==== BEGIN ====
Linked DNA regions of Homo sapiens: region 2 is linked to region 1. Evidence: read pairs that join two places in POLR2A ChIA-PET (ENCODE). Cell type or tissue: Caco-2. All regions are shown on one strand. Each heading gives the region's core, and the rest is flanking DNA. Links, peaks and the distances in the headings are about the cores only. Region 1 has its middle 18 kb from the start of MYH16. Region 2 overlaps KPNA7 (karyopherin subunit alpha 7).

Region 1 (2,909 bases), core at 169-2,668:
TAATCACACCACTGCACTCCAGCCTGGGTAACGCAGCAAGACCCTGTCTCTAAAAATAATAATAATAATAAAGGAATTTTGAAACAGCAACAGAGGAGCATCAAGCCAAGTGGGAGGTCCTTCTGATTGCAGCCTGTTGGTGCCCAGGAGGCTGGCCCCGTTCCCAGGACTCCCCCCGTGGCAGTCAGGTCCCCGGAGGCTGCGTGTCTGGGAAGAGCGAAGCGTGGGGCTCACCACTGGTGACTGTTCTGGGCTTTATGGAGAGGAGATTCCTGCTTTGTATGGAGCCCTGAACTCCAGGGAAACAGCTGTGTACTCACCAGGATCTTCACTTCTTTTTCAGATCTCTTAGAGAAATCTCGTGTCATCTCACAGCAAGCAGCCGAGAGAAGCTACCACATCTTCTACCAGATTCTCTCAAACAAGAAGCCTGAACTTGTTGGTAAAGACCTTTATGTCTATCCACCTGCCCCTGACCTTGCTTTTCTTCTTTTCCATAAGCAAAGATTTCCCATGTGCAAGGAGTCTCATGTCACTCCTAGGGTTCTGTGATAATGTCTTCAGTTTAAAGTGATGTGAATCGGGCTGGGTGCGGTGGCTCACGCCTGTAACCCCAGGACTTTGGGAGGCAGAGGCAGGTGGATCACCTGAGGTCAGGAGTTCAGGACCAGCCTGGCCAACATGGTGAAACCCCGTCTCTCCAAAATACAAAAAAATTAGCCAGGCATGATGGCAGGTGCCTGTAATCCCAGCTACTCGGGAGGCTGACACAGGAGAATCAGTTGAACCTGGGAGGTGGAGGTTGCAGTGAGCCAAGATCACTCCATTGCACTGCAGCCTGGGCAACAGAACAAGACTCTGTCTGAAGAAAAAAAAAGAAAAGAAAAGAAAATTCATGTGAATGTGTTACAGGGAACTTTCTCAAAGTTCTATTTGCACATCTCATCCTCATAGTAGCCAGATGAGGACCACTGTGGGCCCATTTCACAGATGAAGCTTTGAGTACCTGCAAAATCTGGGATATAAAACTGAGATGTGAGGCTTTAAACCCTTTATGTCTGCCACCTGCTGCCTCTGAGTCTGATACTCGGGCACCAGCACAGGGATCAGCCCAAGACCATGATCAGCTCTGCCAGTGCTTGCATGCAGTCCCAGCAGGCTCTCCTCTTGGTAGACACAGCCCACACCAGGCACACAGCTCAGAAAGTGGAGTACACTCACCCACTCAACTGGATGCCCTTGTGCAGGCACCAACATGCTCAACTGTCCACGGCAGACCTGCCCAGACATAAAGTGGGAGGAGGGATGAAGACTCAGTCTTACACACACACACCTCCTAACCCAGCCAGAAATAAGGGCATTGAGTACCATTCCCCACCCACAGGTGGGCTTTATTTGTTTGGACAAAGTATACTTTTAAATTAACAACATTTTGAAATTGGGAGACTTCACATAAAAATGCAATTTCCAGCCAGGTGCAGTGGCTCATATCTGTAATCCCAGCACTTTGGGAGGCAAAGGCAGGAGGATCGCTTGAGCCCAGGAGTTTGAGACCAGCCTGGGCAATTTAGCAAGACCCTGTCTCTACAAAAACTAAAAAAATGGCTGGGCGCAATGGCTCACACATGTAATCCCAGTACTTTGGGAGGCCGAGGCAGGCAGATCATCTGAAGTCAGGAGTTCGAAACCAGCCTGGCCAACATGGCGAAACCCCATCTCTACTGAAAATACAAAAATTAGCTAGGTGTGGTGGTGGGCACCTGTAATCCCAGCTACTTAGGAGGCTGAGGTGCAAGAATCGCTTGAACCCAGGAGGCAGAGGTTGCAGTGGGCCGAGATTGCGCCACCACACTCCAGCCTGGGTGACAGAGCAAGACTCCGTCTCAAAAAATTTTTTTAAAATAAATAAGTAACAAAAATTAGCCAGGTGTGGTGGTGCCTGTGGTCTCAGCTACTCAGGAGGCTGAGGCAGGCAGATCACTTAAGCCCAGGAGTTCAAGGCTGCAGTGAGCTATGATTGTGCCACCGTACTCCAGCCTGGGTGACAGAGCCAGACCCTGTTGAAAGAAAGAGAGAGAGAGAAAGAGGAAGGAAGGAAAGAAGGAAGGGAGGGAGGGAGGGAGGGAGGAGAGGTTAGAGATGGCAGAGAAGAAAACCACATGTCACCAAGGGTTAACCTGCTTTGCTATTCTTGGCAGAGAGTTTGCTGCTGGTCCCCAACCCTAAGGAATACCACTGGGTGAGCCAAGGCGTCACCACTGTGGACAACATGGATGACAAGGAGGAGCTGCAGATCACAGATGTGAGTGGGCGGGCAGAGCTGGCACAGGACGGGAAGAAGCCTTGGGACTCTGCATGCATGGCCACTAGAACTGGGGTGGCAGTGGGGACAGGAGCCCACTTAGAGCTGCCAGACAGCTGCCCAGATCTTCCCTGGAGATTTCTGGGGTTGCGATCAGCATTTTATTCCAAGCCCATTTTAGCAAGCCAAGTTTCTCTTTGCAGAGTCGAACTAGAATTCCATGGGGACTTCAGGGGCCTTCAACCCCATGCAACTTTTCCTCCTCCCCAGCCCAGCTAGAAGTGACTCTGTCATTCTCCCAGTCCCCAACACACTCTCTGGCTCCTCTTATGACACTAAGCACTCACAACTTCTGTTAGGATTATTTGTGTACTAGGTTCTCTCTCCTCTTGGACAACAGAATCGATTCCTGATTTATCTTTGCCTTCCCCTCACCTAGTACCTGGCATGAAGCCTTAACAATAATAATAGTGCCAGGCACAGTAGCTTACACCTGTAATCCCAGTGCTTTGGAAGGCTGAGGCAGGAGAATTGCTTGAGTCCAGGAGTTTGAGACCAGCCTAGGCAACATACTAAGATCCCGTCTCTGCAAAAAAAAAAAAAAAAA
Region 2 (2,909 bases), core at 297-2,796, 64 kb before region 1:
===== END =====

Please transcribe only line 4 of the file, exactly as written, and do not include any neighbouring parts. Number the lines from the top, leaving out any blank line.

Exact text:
Region 2 (2,909 bases), core at 297-2,796, 64 kb before region 1: